Tomorrow, we and all other Traditional Rite churches (if they are having a High Mass) will be clothing the Deacon and Subdeacon, not in Dalmatic and Tunicle but in Folded Chasubles. Their origin is obscure, but probably dates from the time when all ministers of the Mass wore chasubles of one sort or another, and so, to distinguish themselves from the Celebrant, the Deacon and Subdeacon may have folded up their chasubles. Certainly, the Broad Stole which the Deacon now wears to sing the Gospel in Advent was in origin a chasuble folded up and slung over the shoulder.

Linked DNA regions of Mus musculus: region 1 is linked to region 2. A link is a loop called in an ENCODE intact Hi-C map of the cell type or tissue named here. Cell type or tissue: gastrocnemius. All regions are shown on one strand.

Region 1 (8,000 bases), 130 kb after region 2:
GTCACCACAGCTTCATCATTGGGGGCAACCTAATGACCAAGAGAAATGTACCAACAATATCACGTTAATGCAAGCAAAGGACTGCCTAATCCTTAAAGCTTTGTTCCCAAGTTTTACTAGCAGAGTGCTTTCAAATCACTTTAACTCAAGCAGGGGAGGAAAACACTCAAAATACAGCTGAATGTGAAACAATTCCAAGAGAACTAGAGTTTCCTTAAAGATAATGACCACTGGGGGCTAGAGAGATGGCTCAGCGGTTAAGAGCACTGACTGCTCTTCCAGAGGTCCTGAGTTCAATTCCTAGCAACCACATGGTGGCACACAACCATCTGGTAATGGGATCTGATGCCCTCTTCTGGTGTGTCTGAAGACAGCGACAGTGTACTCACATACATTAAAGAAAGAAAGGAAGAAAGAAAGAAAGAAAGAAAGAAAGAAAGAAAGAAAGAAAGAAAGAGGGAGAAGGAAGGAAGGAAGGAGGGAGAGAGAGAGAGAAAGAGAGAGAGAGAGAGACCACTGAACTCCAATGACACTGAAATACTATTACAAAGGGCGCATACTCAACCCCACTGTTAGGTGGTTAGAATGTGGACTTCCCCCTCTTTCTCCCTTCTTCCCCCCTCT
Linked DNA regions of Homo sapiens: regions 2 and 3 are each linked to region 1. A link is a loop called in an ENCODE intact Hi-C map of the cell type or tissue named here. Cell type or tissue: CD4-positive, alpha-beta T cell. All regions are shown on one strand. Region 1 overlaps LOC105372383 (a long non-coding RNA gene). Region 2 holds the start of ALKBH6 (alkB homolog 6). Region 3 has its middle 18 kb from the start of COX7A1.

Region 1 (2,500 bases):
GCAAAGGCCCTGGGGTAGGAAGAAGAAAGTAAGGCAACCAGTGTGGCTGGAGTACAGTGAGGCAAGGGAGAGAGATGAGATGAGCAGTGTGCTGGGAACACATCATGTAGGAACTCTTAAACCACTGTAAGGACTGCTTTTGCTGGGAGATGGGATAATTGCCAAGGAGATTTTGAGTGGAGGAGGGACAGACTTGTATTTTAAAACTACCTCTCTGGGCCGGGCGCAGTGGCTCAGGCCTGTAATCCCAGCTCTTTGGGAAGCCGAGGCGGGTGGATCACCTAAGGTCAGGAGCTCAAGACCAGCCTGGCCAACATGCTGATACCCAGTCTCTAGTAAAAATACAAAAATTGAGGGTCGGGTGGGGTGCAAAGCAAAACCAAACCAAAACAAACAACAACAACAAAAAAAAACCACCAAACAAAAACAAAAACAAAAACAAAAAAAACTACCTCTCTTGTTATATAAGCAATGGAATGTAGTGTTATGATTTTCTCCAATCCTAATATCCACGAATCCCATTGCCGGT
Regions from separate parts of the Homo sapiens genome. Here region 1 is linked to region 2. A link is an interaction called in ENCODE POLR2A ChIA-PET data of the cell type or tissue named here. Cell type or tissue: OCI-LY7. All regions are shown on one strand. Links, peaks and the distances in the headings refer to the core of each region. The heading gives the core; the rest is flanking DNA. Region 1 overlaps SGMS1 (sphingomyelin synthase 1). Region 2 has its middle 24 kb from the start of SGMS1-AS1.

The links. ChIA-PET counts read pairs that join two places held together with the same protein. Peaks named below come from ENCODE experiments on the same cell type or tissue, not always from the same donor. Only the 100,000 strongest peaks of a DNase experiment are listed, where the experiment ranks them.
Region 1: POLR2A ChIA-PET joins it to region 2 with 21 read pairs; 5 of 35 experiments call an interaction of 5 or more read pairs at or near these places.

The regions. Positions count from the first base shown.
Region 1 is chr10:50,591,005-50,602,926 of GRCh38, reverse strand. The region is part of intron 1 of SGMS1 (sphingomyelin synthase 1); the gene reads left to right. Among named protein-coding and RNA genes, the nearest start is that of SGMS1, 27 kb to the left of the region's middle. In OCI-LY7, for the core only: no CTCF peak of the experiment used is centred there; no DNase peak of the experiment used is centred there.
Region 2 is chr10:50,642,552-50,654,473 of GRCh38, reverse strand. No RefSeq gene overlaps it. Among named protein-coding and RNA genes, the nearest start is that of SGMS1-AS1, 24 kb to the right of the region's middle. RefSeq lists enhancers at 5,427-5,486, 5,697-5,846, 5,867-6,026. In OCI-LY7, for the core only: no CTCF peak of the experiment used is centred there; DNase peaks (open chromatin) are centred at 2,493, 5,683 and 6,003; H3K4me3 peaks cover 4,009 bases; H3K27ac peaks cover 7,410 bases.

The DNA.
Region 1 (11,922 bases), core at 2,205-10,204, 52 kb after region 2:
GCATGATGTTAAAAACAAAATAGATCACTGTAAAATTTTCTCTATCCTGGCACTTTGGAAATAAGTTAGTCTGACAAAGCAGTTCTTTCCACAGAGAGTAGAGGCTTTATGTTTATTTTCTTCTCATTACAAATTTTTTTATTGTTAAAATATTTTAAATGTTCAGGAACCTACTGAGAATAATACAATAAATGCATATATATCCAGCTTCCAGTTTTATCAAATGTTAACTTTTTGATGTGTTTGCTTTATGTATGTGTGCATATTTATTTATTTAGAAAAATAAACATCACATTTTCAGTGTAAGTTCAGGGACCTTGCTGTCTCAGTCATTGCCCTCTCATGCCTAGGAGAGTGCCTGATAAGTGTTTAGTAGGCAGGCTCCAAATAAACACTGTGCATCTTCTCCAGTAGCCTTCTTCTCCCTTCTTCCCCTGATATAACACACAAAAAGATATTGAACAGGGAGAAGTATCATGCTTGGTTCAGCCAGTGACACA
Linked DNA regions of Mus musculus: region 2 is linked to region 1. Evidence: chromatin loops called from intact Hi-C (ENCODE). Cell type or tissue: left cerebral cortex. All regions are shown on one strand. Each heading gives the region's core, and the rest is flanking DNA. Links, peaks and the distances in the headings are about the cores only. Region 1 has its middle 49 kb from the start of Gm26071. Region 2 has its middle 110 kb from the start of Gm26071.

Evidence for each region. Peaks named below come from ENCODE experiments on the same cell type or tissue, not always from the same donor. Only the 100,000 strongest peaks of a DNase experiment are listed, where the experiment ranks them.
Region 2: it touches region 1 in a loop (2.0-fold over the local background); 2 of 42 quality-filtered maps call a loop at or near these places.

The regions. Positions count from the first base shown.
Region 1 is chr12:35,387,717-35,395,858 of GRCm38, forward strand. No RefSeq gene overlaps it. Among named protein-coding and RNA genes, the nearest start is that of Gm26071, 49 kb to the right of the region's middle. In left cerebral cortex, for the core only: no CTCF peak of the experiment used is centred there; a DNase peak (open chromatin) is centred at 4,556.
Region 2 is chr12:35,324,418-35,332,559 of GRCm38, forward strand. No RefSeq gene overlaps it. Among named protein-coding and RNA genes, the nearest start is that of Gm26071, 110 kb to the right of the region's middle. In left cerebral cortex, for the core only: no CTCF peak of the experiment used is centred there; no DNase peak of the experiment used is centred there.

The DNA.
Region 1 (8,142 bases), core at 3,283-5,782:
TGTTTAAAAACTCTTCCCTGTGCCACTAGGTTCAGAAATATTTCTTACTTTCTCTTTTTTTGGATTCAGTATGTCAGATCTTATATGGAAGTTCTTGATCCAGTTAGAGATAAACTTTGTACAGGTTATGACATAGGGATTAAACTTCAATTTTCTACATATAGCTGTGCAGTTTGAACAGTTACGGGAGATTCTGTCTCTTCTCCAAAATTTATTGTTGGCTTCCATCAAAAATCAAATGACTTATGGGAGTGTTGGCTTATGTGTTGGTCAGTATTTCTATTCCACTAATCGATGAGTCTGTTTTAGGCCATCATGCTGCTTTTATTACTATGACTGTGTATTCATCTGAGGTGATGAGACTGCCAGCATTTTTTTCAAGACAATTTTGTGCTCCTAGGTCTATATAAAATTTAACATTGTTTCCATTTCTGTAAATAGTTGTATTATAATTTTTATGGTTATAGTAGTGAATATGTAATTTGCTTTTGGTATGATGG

I was playing Scrabble a year or two ago, and there was just one space between the words “vest” and “snip”. Instantly I invented the word “Vestisnip” and said it was the proper name for the Folded Chasuble. But my companions were not so gullible as to let me away with that! Nevertheless, it is one of those words which really should exist, and, if you look at the above picture of the Rector of St Magnus the Martyr, London Bridge, and his Deacon and Subdeacon, you will surely agree that it is a very suitable name for these odd vestments.